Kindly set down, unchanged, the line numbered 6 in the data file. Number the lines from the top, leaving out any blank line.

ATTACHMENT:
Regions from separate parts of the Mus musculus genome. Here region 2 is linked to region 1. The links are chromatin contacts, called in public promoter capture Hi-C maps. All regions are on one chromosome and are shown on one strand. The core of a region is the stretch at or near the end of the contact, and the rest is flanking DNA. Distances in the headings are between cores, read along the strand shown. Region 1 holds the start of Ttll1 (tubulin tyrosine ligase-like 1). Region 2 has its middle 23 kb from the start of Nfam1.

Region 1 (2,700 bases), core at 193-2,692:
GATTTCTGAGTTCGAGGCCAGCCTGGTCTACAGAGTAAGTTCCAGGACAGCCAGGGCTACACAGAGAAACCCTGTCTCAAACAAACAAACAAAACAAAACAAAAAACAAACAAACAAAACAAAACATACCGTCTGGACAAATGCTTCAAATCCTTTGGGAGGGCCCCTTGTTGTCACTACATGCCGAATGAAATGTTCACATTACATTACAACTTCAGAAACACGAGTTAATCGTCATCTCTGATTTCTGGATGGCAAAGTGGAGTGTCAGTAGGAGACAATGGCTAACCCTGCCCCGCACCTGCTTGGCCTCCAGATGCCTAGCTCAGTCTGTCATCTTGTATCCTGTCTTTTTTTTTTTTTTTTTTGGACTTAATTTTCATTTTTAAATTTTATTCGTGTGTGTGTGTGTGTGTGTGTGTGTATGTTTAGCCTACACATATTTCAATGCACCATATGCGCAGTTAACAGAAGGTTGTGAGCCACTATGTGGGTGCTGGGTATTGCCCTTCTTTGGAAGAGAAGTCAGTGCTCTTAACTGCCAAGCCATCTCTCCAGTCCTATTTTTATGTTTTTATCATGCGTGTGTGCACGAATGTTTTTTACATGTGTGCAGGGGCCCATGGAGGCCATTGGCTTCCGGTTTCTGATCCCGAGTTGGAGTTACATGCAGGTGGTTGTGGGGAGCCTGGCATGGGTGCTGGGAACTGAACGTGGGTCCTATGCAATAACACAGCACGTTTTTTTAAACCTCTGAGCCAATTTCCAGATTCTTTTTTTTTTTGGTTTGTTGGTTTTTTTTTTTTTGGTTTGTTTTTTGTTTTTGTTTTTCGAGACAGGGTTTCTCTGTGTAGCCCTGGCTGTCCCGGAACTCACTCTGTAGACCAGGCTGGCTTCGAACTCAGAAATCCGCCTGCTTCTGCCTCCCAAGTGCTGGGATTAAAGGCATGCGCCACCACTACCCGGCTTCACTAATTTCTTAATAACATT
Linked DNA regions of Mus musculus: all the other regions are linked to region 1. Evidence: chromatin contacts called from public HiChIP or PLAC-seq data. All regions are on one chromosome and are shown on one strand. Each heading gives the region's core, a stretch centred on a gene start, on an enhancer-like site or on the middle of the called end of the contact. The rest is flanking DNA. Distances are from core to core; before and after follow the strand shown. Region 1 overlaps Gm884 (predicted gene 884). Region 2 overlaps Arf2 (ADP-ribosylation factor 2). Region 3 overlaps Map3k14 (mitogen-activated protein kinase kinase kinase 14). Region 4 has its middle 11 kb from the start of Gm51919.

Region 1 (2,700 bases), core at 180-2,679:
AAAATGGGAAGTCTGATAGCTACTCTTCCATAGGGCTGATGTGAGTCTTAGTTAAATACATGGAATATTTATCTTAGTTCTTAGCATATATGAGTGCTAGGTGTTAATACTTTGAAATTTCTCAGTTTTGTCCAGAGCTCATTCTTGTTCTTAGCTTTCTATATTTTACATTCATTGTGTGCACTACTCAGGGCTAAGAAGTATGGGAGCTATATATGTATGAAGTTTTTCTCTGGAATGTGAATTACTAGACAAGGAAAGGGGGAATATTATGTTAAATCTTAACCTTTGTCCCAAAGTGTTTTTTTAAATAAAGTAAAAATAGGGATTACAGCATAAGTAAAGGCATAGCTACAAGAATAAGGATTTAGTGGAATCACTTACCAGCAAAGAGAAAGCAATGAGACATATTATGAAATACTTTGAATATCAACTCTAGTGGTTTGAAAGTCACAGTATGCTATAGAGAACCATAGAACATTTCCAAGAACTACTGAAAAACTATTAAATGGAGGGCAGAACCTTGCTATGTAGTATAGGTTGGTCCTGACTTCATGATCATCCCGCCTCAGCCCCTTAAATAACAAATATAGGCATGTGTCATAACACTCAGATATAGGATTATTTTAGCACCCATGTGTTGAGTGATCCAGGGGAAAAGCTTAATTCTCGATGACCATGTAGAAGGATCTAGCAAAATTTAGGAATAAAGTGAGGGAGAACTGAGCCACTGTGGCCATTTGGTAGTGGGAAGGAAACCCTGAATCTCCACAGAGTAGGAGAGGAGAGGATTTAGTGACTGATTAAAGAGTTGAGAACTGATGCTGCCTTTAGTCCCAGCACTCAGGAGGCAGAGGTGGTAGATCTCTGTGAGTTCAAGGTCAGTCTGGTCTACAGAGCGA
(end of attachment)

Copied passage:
AAAATGGGAAGTCTGATAGCTACTCTTCCATAGGGCTGATGTGAGTCTTAGTTAAATACATGGAATATTTATCTTAGTTCTTAGCATATATGAGTGCTAGGTGTTAATACTTTGAAATTTCTCAGTTTTGTCCAGAGCTCATTCTTGTTCTTAGCTTTCTATATTTTACATTCATTGTGTGCACTACTCAGGGCTAAGAAGTATGGGAGCTATATATGTATGAAGTTTTTCTCTGGAATGTGAATTACTAGACAAGGAAAGGGGGAATATTATGTTAAATCTTAACCTTTGTCCCAAAGTGTTTTTTTAAATAAAGTAAAAATAGGGATTACAGCATAAGTAAAGGCATAGCTACAAGAATAAGGATTTAGTGGAATCACTTACCAGCAAAGAGAAAGCAATGAGACATATTATGAAATACTTTGAATATCAACTCTAGTGGTTTGAAAGTCACAGTATGCTATAGAGAACCATAGAACATTTCCAAGAACTACTGAAAAACTATTAAATGGAGGGCAGAACCTTGCTATGTAGTATAGGTTGGTCCTGACTTCATGATCATCCCGCCTCAGCCCCTTAAATAACAAATATAGGCATGTGTCATAACACTCAGATATAGGATTATTTTAGCACCCATGTGTTGAGTGATCCAGGGGAAAAGCTTAATTCTCGATGACCATGTAGAAGGATCTAGCAAAATTTAGGAATAAAGTGAGGGAGAACTGAGCCACTGTGGCCATTTGGTAGTGGGAAGGAAACCCTGAATCTCCACAGAGTAGGAGAGGAGAGGATTTAGTGACTGATTAAAGAGTTGAGAACTGATGCTGCCTTTAGTCCCAGCACTCAGGAGGCAGAGGTGGTAGATCTCTGTGAGTTCAAGGTCAGTCTGGTCTACAGAGCGA